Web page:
Southern California Trip Guide

Rustic Canyon
Rob Brown
Rustic Canyon, one of the best courses you've probably never heard of.


Rustic Canyon (805-530-0221, 

The best bang for the buck in Southern California, and possibly in the entire country, this Gil Hanse/Jim Wagner/Geoff Shackelford design 45 minutes north of Los Angeles engages at every turn, thanks to an easy-to-walk routing with tremendous variety that allows for run-up shots galore. Creative green complexes and chipping areas are stars of the show; shaggy-fringed bunkers and sagebrush-framed fairways crisscrossed by barrancas are added highlights. Rustic can be had for the low price of $36 Monday through Thursday, $39 on Friday and $59 on the weekend -- all after 11:00 am. Before then, you’ll pay $43-$66 to walk. A cart with GPS will set you back another $15. Twilight and replay rates for all are significantly lower still. That’s great value for a course consistently ranked in Golf Magazine’s Top 100 Courses You Can Play list.


Pelican Hill (855-315-8214, $275-$290)

If it's possible to feel underdressed at a 19th hole, it's here at this oh-so-posh resort where a bevy of attractive locals flock to happy hour and gaze at both the ocean and each other. Pelican Hill is located between two of the state’s poshest towns, Newport Beach and Laguna Beach, so it’s no surprise that both the Ocean North and Ocean South courses here run nearly $300 apiece, seven days a week. Even the twilight rate of $160 isn’t cheap. That said, you get what you pay for. Its two superb Tom Fazio courses are absolutely worth the splurge. Both date to the early 1990s and feature wide fairways and the usual artful Fazio shaping. First-timers and middle handicappers will gravitate to the elder sibling, Ocean South, which sports back-to-back oceanside par-3s at 12 and 13, plus a stellar finish, highlighted by a double canyon crossing at the 453-yard, par-4 18th. Ocean North doesn’t get as close to the sea, but it’s the players’ course, longer by 400 yards, with more forced carries. The 558-yard, par-5 17th that climbs to a bluff overlooking the Pacific is unforgettable. Toss in a superior forecaddie, world-class service and facilities and nearly unbeatable weather, and it’s easy to see why Pelican Hill serves up special occasion golf at its finest.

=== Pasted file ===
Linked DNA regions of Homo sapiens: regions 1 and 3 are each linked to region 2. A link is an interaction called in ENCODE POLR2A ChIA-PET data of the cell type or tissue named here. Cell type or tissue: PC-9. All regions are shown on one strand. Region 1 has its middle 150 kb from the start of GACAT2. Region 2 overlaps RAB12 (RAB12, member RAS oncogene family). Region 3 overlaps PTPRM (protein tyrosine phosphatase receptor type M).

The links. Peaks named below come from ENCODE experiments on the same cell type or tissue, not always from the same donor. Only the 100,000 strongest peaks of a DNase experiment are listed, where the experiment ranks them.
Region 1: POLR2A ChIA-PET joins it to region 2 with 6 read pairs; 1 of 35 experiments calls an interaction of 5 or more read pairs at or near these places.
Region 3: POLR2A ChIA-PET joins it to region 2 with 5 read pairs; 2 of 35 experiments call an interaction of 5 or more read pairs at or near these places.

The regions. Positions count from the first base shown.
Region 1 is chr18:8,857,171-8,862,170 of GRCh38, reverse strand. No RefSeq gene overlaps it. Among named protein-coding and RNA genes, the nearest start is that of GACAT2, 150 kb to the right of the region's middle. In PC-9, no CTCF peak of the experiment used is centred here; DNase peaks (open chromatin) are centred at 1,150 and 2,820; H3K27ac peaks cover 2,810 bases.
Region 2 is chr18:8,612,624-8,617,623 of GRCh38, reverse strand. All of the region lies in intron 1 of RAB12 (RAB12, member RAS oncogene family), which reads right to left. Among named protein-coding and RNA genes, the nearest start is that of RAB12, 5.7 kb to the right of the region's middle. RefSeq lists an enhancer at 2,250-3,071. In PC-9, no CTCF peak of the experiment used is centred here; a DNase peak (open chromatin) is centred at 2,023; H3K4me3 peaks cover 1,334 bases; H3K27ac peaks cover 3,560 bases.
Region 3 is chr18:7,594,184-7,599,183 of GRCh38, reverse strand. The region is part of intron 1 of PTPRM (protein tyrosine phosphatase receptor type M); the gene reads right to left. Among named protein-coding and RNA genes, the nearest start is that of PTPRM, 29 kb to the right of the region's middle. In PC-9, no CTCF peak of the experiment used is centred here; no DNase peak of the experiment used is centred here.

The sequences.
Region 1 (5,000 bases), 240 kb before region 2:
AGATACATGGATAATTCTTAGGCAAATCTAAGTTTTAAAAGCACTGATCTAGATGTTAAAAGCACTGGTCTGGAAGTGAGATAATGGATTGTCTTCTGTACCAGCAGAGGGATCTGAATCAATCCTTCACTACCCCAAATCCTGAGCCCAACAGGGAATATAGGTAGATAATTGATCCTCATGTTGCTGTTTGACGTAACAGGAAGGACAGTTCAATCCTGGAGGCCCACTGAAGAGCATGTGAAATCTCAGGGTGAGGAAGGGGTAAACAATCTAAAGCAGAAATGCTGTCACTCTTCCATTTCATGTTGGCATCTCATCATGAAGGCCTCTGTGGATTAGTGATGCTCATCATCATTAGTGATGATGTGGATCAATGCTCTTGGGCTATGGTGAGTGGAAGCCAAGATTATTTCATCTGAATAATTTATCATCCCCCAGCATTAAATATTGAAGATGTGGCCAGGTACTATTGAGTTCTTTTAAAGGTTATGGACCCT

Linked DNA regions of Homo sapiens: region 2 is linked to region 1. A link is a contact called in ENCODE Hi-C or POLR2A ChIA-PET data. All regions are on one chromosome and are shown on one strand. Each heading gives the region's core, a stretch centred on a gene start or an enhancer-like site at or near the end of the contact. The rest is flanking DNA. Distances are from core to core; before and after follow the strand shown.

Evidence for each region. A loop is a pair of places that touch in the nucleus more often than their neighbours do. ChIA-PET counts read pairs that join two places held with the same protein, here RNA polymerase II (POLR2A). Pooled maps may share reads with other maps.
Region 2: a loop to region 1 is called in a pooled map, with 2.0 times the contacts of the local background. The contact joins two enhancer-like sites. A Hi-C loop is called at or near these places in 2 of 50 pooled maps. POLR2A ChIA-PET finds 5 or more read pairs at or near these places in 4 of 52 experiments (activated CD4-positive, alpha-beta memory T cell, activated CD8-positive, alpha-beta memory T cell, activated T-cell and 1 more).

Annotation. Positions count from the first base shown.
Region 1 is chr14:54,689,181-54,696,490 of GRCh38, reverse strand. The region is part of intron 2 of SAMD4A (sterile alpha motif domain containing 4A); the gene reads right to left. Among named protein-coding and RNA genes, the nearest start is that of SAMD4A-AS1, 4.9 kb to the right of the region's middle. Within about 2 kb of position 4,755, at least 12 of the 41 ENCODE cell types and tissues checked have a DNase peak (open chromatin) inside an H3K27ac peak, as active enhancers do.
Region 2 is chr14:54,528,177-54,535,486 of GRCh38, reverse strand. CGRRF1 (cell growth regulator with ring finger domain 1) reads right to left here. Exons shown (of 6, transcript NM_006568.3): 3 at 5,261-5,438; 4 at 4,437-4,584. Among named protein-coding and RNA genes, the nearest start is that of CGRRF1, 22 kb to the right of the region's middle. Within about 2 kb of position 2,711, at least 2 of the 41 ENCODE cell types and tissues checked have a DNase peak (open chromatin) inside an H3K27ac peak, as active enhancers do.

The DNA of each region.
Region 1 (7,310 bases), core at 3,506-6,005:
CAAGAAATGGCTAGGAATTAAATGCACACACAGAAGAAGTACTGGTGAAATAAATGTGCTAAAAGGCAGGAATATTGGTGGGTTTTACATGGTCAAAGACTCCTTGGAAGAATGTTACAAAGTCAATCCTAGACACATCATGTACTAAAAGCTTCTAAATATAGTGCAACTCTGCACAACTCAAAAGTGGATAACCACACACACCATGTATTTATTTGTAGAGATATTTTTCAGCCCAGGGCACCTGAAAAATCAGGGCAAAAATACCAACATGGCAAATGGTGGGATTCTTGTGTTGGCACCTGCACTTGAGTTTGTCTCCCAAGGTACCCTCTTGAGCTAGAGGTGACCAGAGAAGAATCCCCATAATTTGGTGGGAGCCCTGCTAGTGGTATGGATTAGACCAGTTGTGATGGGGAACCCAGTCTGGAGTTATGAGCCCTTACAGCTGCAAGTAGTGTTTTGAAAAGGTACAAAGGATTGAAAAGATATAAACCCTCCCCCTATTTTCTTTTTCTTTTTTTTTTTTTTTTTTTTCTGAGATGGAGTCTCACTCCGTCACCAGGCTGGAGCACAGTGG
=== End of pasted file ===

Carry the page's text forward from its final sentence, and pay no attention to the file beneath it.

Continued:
“If you like to play in famous footsteps, you’re in luck when you come to Southern California. If you’re somewhat ambitious, the triangle of LA/Palm Springs/San Diego can be comfortably navigated in one trip. Your reward is an unparalleled variety of tournament tracks that you can play. San Diego is the obvious hit, with Torrey Pines South the must-play, thanks to its Tiger Woods-at-the-2008 U.S. Open pedigree, as well as being an annual PGA Tour stop, but don’t neglect its shorter but more scenic sibling, the North, which co-hosts the PGA Tour’s Farmers Insurance event each year. Nearby La Costa boasts a sterling tournament history as well, with winners that include Woods, Mickelson, Nicklaus and Watson. Most of L.A.’s top tracks are strictly private, but Rancho Park, one of the nation’s busiest munis, played home to 18 L.A. Opens. Jack Nicklaus cashed his first check (for $33.33) as a professional there in 1962. Arnold Palmer won there as well. Finally, in Palm Springs and its environs, every time you turn around you bump into a public access PGA Tour venue. Tops among them is the PGA West TPC Stadium Course in La Quinta, Pete Dye’s sadistically fun romp through the desert that was deemed so difficult as host to the Bob Hope Desert Classic in the late 1980s that the pros refused to return. These days the Humana Challenge is played over LaQuinta Country Club and private courses by Arnold Palmer and Jack Nicklaus at PGA West. Famous footsteps indeed.”


• San Diego native and five-time major winner Phil Mickelson has been hired to renovate the North Course at Torrey Pines. Although used during the PGA Tour’s annual stop each January, the shorter North is often overlooked by visiting golfers even though it’s less expensive and a bit more accessible and playable than its counterpart. The work should be completed by early 2016. You won't find better views along this coastline, particularly at the seventh tee. Be sure to linger a while there, because that's the end of the appeal -- the rest of the round is strictly mediocre municipal golf with conditions to match. Phil’s project should change that. Still, the lower price tag (it might be worth $80, but certainly not the $132 peak rate), friendlier challenges and extra photo ops make the North every bit as tough a tee time to obtain as the South.